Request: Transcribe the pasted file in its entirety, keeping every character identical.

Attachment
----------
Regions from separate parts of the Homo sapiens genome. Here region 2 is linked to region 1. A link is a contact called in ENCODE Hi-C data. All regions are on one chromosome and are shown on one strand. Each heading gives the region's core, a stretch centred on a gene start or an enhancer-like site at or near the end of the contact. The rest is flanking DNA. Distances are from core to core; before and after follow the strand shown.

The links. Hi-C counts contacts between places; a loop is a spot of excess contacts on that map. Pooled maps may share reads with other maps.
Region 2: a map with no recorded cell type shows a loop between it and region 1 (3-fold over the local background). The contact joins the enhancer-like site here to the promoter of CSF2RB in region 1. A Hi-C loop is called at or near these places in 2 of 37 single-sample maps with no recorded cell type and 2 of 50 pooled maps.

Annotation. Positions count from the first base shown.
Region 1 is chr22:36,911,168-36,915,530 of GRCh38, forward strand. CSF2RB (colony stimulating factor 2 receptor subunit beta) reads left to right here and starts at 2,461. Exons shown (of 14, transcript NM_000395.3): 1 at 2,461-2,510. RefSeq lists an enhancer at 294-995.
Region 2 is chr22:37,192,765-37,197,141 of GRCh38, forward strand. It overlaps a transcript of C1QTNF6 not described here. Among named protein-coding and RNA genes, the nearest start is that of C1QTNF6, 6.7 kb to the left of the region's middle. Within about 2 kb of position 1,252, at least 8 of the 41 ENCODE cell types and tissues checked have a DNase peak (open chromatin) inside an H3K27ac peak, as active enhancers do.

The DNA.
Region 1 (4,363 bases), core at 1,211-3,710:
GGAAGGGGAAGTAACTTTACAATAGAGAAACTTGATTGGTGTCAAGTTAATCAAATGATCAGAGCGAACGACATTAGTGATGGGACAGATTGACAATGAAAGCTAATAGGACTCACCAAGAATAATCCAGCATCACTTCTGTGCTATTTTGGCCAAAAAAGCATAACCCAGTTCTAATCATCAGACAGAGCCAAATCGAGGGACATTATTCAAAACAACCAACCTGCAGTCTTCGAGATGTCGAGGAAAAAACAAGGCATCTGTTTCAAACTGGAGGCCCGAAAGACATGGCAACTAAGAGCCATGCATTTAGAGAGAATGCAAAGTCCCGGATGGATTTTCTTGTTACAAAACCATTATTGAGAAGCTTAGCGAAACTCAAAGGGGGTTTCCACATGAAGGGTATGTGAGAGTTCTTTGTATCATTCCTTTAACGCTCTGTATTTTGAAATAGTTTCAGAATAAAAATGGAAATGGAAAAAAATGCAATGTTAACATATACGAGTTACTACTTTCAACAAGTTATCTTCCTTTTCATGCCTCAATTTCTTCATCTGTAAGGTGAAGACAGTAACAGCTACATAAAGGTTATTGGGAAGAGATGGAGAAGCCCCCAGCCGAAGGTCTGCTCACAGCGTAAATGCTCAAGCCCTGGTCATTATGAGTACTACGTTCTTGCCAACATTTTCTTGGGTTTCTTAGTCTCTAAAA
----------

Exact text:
Regions from separate parts of the Homo sapiens genome. Here region 2 is linked to region 1. A link is a contact called in ENCODE Hi-C data. All regions are on one chromosome and are shown on one strand. Each heading gives the region's core, a stretch centred on a gene start or an enhancer-like site at or near the end of the contact. The rest is flanking DNA. Distances are from core to core; before and after follow the strand shown.

The links. Hi-C counts contacts between places; a loop is a spot of excess contacts on that map. Pooled maps may share reads with other maps.
Region 2: a map with no recorded cell type shows a loop between it and region 1 (3-fold over the local background). The contact joins the enhancer-like site here to the promoter of CSF2RB in region 1. A Hi-C loop is called at or near these places in 2 of 37 single-sample maps with no recorded cell type and 2 of 50 pooled maps.

Annotation. Positions count from the first base shown.
Region 1 is chr22:36,911,168-36,915,530 of GRCh38, forward strand. CSF2RB (colony stimulating factor 2 receptor subunit beta) reads left to right here and starts at 2,461. Exons shown (of 14, transcript NM_000395.3): 1 at 2,461-2,510. RefSeq lists an enhancer at 294-995.
Region 2 is chr22:37,192,765-37,197,141 of GRCh38, forward strand. It overlaps a transcript of C1QTNF6 not described here. Among named protein-coding and RNA genes, the nearest start is that of C1QTNF6, 6.7 kb to the left of the region's middle. Within about 2 kb of position 1,252, at least 8 of the 41 ENCODE cell types and tissues checked have a DNase peak (open chromatin) inside an H3K27ac peak, as active enhancers do.

The DNA.
Region 1 (4,363 bases), core at 1,211-3,710:
GGAAGGGGAAGTAACTTTACAATAGAGAAACTTGATTGGTGTCAAGTTAATCAAATGATCAGAGCGAACGACATTAGTGATGGGACAGATTGACAATGAAAGCTAATAGGACTCACCAAGAATAATCCAGCATCACTTCTGTGCTATTTTGGCCAAAAAAGCATAACCCAGTTCTAATCATCAGACAGAGCCAAATCGAGGGACATTATTCAAAACAACCAACCTGCAGTCTTCGAGATGTCGAGGAAAAAACAAGGCATCTGTTTCAAACTGGAGGCCCGAAAGACATGGCAACTAAGAGCCATGCATTTAGAGAGAATGCAAAGTCCCGGATGGATTTTCTTGTTACAAAACCATTATTGAGAAGCTTAGCGAAACTCAAAGGGGGTTTCCACATGAAGGGTATGTGAGAGTTCTTTGTATCATTCCTTTAACGCTCTGTATTTTGAAATAGTTTCAGAATAAAAATGGAAATGGAAAAAAATGCAATGTTAACATATACGAGTTACTACTTTCAACAAGTTATCTTCCTTTTCATGCCTCAATTTCTTCATCTGTAAGGTGAAGACAGTAACAGCTACATAAAGGTTATTGGGAAGAGATGGAGAAGCCCCCAGCCGAAGGTCTGCTCACAGCGTAAATGCTCAAGCCCTGGTCATTATGAGTACTACGTTCTTGCCAACATTTTCTTGGGTTTCTTAGTCTCTAAAA